Alternative names: Sebaceous cyst, epidermoid cyst, pilar cyst, acne cyst, comedone, nodulocystic acne, steatocystoma multiplex, pilonidal cyst, myxoid cyst, boil, abscess, furuncle.
Cysts arise from hair follicles in the skin and occur when the follicle becomes blocked. This gives rise to a swelling under the surface of the skin. Superficial cysts are classed as epidermoid/sebaceous whilst deeper cysts are classed as ‘pilar’. There are many other variants of cyst occurring in the skin. Most are caused by the same process as acne and may be recurrent.
Cysts look different depending in whether they are acutely inflamed/infected or chronic. Acute inflamed cysts look like tender red swellings on the skin, sometimes with a punctum in the centre that ‘leaks’ fluid, sometimes with a white pustular head. Chronic cysts are soft, smooth spherical swellings under the skin (see ‘before’ image). Pilar cysts are often in the scalp and can be quite large, occasionally causing permanent hair loss over the surface skin.
Cysts are generally not a major medical concern but they may swell up causing disfigurement, pain and sometimes discharge their contents. Occasionally they can burst giving rise to sunken scars and scalp cysts can cause hair loss in the area in from which the cyst arises.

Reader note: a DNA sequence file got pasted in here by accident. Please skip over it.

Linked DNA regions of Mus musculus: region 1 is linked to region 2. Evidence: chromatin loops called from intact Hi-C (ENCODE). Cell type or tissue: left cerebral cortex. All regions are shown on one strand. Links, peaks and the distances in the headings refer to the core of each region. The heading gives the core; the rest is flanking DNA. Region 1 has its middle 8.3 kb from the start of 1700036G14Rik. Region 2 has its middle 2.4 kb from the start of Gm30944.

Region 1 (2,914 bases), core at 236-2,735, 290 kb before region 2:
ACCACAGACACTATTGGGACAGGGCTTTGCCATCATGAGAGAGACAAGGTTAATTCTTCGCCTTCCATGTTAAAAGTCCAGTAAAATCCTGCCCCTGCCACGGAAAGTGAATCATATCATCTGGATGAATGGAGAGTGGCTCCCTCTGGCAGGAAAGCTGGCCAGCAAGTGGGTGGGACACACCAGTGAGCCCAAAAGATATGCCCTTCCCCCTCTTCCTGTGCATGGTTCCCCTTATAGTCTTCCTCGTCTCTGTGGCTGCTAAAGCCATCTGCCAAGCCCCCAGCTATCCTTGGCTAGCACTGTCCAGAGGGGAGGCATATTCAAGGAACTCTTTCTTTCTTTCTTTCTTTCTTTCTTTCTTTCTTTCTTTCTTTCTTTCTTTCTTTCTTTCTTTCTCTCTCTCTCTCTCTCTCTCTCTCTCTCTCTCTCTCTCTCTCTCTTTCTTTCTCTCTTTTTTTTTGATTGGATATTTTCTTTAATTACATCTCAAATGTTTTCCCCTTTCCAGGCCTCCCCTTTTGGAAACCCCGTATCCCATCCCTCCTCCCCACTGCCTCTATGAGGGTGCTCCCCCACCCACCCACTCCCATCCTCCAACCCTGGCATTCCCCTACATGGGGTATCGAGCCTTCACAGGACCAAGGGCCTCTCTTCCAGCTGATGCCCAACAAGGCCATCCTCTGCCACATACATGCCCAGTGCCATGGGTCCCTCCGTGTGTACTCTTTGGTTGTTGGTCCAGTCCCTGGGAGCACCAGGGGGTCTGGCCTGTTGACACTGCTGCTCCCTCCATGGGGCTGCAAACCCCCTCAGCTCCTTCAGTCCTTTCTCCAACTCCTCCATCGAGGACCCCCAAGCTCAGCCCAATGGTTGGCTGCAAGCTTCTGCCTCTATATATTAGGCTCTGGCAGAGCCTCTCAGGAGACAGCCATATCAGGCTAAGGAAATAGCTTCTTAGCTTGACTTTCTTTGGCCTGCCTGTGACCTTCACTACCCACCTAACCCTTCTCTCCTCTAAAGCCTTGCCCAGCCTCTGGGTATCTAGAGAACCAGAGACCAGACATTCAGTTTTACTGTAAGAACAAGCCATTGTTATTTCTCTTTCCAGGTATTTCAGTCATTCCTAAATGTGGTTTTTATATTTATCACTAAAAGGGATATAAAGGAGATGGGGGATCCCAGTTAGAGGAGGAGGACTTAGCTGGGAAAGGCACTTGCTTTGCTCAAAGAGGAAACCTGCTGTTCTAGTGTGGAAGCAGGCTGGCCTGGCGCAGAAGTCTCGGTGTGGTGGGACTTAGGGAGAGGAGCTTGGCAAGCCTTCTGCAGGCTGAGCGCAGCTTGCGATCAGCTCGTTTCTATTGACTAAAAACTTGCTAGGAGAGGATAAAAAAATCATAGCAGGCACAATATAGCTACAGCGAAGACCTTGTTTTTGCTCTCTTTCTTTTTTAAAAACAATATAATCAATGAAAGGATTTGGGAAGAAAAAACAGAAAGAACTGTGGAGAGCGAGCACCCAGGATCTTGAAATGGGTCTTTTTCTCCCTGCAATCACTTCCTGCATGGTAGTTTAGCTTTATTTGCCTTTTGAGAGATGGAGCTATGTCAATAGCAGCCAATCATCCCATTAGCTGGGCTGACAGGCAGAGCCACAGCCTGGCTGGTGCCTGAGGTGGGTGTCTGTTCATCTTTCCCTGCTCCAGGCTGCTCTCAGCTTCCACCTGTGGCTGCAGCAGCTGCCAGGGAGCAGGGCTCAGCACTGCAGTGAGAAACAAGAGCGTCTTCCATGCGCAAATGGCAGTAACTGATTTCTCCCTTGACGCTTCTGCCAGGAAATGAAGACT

Inflamed cysts (or acne cysts) tend to respond well to cortisone injections. They shrink and become much less inflamed all within the first 24-48 hours. Larger cysts can be surgically removed by a number of differing techniques. If cysts continue to form, then treatment is the same as for acne with a drug such as oral retinoic acid.
Our Specialist Dermatologists at the Harley Street Dermatology Clinic can offer effective treatment to patients to help treat or improve cysts. See our before and after images showing how surgical treatment can improve the cosmetic appearance of cysts. If cysts are causing you problems, there is no need to suffer further. Get in touch and let one of our consultants treat your condition.
For further information please visit the NHS website or see the British Association of Dermatology Patient leaflet